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LONDON: ATTRACTIONS

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Buckingham Palace

King George III bought this Palace from the Duke of Buckingham in 1762. It was a gift for his wife Charlotte. It's been the official royal residence since Queen Victoria moved in but now Queen Elizabeth II has made the move to reside at Windsor Castle permanently. Of course she still uses Buckingham Palace to entertain state visitors and for her weekly meetings with the Prime Minister. Public access is very limited at the palace; people tend to look on from the gates, watching events like that changing of the guard. You can't go inside unless you happen to visit in August and September. Every summer a limited number of tickets are made available for tours of the state rooms.



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Trafalgar Square

Trafalgar Square is the heart of London. Its name commemorates the British naval victory at The Battle of Trafalgar in 1805. The square plays host to Nelson's Column, situated in the centre. It is surrounded by fountains that are topped with four large brass lions that are said to have been constructed from cannons taken from the French ships captured at Trafalgar. On top of the column is the statue of Admiral Lord Nelson, the commander of the British naval fleet at the time, who died as the Battle ended. The Square has some of the finest buildings in London, including the National Gallery and Admirality Arch. It's also infamous for it's rowdy population of pigeons.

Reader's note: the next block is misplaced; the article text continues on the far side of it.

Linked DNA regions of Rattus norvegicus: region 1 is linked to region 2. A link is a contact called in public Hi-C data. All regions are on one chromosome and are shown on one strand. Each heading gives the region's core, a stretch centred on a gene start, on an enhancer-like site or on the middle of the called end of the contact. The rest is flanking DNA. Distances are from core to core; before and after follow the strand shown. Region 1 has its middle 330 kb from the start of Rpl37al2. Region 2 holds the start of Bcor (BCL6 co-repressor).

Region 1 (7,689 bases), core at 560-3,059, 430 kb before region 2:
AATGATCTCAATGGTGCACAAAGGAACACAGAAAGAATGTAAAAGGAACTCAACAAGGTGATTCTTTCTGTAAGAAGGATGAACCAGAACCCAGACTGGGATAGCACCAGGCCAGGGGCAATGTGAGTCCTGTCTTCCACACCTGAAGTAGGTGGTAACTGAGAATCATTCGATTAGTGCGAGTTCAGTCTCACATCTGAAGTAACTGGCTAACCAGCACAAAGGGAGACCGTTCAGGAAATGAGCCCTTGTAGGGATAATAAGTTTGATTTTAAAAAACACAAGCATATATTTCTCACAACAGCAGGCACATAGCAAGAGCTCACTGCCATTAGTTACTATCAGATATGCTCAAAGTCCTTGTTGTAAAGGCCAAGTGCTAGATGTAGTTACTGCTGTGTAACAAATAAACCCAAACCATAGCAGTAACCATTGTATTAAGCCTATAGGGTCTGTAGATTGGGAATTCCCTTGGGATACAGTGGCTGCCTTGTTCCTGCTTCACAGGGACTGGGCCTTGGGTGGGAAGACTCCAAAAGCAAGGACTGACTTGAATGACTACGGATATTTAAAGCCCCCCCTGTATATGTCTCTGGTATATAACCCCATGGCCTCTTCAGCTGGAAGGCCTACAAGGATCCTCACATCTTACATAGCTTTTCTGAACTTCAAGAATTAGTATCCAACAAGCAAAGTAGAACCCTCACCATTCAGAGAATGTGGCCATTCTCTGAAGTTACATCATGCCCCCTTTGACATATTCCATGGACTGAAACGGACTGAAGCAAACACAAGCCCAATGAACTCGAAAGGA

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Big Ben and The Houses of Parliament

The Palace of Westminster AKA The Houses of Parliament used to be the offical Royal Residence until the 1600's. Nowadays, the houses serve not as a royal palace, but as a place that holds the debating chambers of politicians, in both the house of lords and the house of commons. The palace contains over 1,000 rooms, but the house of lords and the house of commons are the most important. Apart from these chambers, the building also consists of libraries, committee rooms, dining rooms, and even bars and gymnasiums. The houses of parliament have at numerous times in the past been a target for terrorists, but the most famous historical attack came from Guy Fawkes and a group of Roman Catholic extremists, who attempted to blow the houses up in the Gunpowder Plot of 1605. Visitors can queue to watch Parliament in session from the public gallery and there are tours of the building available via booking.

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